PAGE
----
It's true that a 40 degree surface will be brighter. I mention the V11 only because if you're searching for brightness, it's loaded with tiny chromium bits that are slick through the wood and when doing an A-B comparison with O-1 steel and V11 using the same sharpening methods (I used 1 micron diamonds in my test, but noticed the same with oilstones), the V11 leaves a much brighter surface and will at every footage.

Less planing resistance due to the chromium, too.

I mention this as an alternative to the angle because the drumming on I do about the cap iron - one of my goals years ago was to be able to use a japanese plane to finish quickly without needing to have perfect wood. Using the cap iron. The surface will almost look like liquid with as low of an angle as a japanese plane prevents (raking view), but a common pitch plane with a V11 iron will be very close.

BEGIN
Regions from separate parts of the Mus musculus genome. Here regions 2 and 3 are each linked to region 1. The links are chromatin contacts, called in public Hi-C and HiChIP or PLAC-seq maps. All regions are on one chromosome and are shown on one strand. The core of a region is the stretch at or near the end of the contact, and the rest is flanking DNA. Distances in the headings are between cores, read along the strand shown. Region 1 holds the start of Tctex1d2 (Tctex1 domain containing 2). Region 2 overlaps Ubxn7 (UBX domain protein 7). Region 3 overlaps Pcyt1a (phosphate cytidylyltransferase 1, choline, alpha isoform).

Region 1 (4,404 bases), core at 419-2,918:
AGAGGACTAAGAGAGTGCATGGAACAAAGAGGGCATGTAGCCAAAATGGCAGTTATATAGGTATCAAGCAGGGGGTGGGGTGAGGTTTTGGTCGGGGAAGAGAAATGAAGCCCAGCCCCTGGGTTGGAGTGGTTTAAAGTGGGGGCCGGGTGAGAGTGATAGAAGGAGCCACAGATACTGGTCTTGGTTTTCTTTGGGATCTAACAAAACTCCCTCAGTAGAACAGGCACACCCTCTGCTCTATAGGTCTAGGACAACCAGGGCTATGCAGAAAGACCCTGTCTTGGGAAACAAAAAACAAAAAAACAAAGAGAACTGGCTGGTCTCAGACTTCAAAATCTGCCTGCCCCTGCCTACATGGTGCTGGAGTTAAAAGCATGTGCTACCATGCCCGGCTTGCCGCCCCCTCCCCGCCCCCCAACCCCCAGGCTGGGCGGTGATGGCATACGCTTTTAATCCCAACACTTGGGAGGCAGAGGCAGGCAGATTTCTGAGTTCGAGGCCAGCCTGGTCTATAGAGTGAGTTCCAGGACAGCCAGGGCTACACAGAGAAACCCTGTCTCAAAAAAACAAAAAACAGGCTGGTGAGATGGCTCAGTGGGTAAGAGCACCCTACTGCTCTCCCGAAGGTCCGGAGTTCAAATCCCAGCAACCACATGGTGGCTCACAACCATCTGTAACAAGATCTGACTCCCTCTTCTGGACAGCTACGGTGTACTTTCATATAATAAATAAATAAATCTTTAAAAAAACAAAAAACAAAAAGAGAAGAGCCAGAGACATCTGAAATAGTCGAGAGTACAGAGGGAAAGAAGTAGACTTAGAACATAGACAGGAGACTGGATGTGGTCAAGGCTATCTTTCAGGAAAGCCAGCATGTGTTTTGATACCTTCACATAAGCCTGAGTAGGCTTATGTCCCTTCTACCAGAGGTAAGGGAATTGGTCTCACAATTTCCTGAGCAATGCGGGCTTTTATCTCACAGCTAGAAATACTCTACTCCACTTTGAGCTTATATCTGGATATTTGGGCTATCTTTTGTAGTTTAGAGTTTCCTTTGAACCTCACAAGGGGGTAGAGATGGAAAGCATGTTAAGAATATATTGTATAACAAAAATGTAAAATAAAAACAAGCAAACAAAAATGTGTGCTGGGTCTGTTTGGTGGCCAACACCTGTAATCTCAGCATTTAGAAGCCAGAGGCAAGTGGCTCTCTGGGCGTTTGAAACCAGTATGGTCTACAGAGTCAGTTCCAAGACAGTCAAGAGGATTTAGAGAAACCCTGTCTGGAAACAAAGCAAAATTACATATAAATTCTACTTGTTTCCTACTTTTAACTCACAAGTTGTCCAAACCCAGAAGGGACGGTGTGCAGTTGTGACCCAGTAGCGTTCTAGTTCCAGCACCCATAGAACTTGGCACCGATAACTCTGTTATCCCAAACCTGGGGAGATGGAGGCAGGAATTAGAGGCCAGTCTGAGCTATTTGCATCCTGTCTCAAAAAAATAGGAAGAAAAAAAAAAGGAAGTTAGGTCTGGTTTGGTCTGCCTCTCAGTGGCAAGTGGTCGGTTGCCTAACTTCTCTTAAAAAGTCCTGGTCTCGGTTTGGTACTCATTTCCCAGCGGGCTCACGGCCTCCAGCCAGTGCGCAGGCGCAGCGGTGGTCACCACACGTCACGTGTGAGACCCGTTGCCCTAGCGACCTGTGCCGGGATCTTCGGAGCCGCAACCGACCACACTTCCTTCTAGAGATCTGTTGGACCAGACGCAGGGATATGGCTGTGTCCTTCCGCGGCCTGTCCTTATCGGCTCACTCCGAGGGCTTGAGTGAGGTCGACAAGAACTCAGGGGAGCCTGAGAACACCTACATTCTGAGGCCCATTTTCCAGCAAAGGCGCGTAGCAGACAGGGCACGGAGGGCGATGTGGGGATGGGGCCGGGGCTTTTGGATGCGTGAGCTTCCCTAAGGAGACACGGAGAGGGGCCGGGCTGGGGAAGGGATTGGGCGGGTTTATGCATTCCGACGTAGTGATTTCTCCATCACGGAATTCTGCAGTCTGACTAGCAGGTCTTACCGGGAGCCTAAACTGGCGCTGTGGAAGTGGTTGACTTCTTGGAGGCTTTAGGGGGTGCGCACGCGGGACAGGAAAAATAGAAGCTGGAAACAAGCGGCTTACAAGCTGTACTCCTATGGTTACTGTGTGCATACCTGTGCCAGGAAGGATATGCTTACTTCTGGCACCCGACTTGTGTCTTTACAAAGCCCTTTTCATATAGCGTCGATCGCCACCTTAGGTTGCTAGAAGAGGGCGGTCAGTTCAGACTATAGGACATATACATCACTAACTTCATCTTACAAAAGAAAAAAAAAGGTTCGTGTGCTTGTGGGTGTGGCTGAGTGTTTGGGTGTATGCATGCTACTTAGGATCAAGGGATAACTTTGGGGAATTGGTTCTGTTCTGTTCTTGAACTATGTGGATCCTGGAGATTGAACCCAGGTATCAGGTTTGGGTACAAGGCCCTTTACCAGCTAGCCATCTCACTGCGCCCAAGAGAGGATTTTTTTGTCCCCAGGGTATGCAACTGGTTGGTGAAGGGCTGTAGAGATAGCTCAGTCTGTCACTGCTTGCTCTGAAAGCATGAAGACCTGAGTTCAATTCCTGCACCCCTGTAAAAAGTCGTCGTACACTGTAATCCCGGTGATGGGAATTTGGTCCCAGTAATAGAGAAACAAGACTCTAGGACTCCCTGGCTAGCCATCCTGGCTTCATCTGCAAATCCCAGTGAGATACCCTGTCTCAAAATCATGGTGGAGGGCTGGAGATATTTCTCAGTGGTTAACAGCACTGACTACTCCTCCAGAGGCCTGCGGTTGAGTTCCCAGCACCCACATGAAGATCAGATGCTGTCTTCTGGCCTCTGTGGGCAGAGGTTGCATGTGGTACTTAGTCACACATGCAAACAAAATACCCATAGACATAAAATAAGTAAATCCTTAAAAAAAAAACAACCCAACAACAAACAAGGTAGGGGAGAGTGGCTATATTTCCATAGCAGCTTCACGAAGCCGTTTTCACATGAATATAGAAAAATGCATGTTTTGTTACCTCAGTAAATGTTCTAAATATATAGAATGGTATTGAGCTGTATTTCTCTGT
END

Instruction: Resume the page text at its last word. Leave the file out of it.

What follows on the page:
40 degrees presents some clearance issues (it's about as low as you'd want to practically go), but all that said, if you want to treat yourself - by all means. I have done the same myself many times. High angles and tight mouths are a path to mediocrity, but a 40 degree plane with a V11 iron and the cap set would plane pretty much anything and when set for smoothing and freshly sharpened on fine media, it will leave a super bright finish.
 

xraymtb

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Thanks. I really appreciate the detailed responses.

If you were in my shoes, cash burning a hole in your pocket and looking for a smoother that could handle end grain and face grain in softer woods, would you therefore go for the bevel up plane, a 45deg bevel down or 40deg bevel down? Or as others mention a bedrock style instead (LN or Quangsheng perhaps)?

Do you have any recommended links to reading around the cap iron? A lot of what you come across online quickly descends into argument and cross purposes!
 

D_W

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well, the cap comes up and people will argue "all methods are the same", but it's not the case. The cap dominated economically because of its efficiency and everything else pretty much disappeared. That doesn't give me license to be a blowhard, what it gives me license to do is say there's information in what occurred historically (when money was tight) that lets you know which direction you should head.